U.S. prosecutors have it seems built up a detailed case against Vancouver businessman David Sidoo in the college admissions scandal as a new indictment shows (see link below).
Prosecutors allege that William ‘Rick’ Singer, who they say was behind the scheme to help wealthy families get their children’s entrance to prestigious schools, falsified an application essay in or about October 2013 describing Sidoo’s younger son’s purported internship with an organization that worked to combat violence among Los Angeles-based gangs.
“The essay falsely claimed that SIDOO’s younger son had been held at gun point by gang members in Los Angeles. Singer e-mailed the essay to SIDOO,” reads the indictment. “SIDOO wrote back with minor changes to the essay, and asked, ‘can we lessen the interaction with the gangs. Guns…? That’s scary stuff. Your call you know what they look for.’”
It adds: “The essay, without the reference to guns was later submitted as part of SIDOO’s younger son’s application for admission to multiple universities.”
The indictment also says: “Beginning in approximately 2015, SIDOO asked Singer if he could have Riddell take either the Graduate Management Admission Test (“GMAT”), a standardized test that is widely used as part of the business school admissions process, or the Law School Admission Test (“LSAT”) on behalf of his oldest son. In exchange for taking one of the exams, Sidoo agreed to pay Singer a sum of money, and Singer, in turn, agreed to pay [Mark] Riddell approximately $100,000.”
“Singer and Riddell researched the security measures in place for both exams. On or about April 28, 2015, Singer told SIDOO that their plan to have Riddell take the LSAT in place of SIDOO’s son was “[n]ot happening due to fingerprinting,” requirements on the exam,” the indictment states.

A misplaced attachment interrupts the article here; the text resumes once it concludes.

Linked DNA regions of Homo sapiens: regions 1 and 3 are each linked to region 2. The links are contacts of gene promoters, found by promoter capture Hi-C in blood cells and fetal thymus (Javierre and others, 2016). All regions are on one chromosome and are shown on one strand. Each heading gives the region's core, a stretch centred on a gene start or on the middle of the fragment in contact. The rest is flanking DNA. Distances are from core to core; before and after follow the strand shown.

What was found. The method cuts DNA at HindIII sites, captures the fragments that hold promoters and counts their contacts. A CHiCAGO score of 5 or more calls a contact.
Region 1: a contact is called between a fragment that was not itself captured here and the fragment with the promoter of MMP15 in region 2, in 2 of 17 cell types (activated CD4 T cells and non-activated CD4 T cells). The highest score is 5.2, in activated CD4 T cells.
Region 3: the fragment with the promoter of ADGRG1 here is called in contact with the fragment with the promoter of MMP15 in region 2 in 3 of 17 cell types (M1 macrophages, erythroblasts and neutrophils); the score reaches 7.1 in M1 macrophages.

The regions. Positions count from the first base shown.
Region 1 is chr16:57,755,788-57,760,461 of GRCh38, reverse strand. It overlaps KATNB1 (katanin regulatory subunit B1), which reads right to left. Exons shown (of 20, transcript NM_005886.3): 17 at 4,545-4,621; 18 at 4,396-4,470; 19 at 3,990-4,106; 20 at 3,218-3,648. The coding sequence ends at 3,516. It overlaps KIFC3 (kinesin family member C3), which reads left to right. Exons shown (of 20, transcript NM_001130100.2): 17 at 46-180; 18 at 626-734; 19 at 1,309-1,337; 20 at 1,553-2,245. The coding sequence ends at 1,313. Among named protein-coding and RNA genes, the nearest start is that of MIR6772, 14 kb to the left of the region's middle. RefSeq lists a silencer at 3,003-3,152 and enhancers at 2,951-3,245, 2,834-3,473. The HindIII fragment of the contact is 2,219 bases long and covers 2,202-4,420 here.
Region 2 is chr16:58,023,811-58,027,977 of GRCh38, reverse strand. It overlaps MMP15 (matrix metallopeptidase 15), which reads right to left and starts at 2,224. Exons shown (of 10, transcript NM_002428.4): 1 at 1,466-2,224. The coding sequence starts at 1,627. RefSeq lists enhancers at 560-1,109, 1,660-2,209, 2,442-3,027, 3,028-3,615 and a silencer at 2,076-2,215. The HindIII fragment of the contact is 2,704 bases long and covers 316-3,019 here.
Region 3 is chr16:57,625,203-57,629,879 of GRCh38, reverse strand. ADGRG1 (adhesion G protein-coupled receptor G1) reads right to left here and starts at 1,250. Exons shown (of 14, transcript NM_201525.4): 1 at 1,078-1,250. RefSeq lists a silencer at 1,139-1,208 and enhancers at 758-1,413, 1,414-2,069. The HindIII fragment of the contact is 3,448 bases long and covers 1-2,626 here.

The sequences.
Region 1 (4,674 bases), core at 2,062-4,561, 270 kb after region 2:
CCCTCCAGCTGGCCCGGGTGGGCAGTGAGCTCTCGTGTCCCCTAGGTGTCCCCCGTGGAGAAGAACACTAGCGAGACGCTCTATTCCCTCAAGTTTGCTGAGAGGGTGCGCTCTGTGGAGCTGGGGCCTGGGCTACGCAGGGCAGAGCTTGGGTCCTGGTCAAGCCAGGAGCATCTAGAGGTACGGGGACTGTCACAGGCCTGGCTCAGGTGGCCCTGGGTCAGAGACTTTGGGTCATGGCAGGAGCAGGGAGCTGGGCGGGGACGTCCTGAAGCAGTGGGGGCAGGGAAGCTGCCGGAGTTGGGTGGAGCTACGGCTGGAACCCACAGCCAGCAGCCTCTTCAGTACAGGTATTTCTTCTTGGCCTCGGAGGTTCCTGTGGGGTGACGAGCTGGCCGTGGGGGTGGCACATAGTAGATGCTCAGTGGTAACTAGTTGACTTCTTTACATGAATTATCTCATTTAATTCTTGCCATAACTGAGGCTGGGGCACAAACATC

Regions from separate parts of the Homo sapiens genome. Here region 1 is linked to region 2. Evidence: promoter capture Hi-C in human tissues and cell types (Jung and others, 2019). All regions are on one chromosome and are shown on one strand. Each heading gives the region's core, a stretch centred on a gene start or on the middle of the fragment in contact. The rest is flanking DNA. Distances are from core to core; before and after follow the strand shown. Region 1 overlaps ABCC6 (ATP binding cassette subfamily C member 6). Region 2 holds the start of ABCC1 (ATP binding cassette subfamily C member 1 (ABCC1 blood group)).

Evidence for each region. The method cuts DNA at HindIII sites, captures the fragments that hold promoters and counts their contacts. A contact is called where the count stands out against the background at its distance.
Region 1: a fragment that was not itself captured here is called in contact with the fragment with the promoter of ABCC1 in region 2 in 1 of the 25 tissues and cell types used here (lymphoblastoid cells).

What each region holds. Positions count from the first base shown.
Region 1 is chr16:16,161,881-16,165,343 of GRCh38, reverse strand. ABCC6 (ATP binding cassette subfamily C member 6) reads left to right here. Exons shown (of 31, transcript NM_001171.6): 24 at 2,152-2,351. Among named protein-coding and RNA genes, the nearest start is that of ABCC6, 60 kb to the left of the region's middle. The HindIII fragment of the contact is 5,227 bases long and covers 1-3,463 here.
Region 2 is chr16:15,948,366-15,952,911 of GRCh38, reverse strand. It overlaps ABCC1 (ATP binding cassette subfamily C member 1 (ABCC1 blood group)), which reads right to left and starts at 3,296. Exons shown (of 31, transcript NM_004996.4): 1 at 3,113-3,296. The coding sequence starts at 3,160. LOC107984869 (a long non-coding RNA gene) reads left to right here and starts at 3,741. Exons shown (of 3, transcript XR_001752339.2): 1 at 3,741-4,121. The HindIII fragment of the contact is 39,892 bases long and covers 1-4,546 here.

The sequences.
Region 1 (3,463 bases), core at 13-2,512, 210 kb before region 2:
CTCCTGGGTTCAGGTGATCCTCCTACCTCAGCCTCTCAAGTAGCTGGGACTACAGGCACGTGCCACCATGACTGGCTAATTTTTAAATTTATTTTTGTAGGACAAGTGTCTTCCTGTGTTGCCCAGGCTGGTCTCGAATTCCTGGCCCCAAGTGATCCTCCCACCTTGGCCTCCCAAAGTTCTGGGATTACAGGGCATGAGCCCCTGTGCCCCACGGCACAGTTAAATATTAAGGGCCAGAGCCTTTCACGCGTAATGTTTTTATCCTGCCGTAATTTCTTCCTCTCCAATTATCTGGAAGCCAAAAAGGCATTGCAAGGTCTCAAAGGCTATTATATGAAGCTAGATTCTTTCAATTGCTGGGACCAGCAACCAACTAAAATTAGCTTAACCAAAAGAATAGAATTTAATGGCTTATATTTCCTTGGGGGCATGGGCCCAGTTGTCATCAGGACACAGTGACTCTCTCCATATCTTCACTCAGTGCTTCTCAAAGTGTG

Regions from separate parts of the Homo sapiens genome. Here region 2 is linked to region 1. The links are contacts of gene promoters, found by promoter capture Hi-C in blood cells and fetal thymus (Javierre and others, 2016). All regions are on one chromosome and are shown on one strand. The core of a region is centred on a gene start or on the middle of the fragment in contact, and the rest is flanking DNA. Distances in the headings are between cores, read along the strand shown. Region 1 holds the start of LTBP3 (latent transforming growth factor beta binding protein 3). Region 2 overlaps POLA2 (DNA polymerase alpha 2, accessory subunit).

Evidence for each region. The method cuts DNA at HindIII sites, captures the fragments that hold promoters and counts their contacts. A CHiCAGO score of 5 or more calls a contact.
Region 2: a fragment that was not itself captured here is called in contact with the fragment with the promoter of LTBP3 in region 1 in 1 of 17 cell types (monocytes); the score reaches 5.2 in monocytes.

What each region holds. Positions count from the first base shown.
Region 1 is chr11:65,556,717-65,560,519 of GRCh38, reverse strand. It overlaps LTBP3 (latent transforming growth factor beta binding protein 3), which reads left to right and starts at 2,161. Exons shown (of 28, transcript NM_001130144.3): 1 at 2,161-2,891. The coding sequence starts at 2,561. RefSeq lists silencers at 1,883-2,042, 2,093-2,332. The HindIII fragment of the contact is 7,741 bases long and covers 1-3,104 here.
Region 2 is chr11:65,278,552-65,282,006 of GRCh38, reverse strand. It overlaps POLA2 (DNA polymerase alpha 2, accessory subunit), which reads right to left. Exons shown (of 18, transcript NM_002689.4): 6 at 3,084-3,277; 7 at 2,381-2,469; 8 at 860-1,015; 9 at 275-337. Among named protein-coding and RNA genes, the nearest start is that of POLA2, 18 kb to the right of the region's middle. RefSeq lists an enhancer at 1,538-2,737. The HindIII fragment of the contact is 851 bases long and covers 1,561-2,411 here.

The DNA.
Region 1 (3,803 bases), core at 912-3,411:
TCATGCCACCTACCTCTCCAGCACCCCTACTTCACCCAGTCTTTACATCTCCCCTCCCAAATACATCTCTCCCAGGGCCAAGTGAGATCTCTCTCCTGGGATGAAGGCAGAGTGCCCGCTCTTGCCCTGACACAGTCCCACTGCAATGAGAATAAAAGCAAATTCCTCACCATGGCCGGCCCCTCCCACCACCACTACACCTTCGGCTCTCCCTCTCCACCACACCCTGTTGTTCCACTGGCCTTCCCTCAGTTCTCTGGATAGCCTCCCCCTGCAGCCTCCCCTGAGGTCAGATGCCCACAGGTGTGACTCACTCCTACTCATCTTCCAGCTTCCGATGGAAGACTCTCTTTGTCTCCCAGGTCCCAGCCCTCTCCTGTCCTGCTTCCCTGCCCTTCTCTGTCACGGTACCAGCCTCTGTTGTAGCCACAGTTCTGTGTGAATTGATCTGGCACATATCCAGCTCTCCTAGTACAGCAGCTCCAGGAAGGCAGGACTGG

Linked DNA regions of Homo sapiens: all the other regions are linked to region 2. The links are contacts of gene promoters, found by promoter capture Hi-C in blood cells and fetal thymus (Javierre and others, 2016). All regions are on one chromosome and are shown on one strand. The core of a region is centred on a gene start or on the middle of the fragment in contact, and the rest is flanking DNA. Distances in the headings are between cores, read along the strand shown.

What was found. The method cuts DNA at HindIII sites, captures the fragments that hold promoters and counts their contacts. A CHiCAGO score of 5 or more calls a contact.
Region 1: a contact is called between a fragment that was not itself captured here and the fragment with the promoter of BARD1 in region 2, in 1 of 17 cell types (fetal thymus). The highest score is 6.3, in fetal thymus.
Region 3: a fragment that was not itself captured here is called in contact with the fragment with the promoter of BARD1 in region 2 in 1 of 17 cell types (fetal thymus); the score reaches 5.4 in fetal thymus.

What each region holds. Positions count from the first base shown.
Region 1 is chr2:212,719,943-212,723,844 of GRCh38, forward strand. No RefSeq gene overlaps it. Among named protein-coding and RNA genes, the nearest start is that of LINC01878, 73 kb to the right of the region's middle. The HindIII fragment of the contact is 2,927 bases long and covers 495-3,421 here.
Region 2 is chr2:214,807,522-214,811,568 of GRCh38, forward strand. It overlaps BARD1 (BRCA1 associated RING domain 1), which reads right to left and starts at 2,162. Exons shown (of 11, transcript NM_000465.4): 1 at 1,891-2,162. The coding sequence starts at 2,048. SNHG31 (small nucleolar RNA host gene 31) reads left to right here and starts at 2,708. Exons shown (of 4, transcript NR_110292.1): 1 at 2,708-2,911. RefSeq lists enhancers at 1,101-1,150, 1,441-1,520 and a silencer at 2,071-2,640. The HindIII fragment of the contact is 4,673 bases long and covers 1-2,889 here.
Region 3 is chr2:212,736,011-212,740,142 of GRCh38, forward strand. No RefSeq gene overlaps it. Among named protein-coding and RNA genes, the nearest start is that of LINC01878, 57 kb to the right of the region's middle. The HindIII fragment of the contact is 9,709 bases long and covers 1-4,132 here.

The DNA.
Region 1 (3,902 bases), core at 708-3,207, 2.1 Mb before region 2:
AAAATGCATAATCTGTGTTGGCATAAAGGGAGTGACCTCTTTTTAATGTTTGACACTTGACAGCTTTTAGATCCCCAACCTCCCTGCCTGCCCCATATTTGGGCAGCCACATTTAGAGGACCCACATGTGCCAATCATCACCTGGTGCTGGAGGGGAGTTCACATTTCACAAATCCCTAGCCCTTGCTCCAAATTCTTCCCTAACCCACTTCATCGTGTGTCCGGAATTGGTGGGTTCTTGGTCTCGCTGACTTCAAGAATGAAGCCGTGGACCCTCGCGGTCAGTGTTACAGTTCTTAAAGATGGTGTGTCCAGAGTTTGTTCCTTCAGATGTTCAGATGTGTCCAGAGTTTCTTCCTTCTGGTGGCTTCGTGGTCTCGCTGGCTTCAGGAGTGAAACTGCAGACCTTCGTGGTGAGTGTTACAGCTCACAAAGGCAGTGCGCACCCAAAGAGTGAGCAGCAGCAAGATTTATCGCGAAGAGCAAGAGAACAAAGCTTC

“On or about December 15, 2016, Riddell used Western Union to wire $520 to China to pay for fraudulent drivers’ licenses that he intended to use to pose as SIDOO’s older son for the GMAT. Riddell had the identification mailed to Simger. The false identifications were not of high quality, and Riddell ultimately decided not to take the exam on behalf of SIDOO’s son.
“On or about October 25, 2018, Singer called SIDOO from Boston, Massachusetts. During the call, SIDOO noted that his older son was applying to business school, adding, “I thought you were gonna call me and say I got a 2100 on my GMAT.” In fact, the GMAT is scored on a scale of 200 to 800. Singer responded, “They don’t have a 2100 for GMAT. But I would do my best to get it for ya.” SIDOO replied, “I know.””
Last March, Sidoo was accused of paying Singer to have Riddell write SATs for his sons in 2011 and 2012, besides a high school graduation exam. The older son got admission to a private university in California. The younger son went to the University of California-Berkeley.
The details contained in the charging documents are allegations. The defendants are presumed innocent unless and until proven guilty beyond a reasonable doubt in a court of law.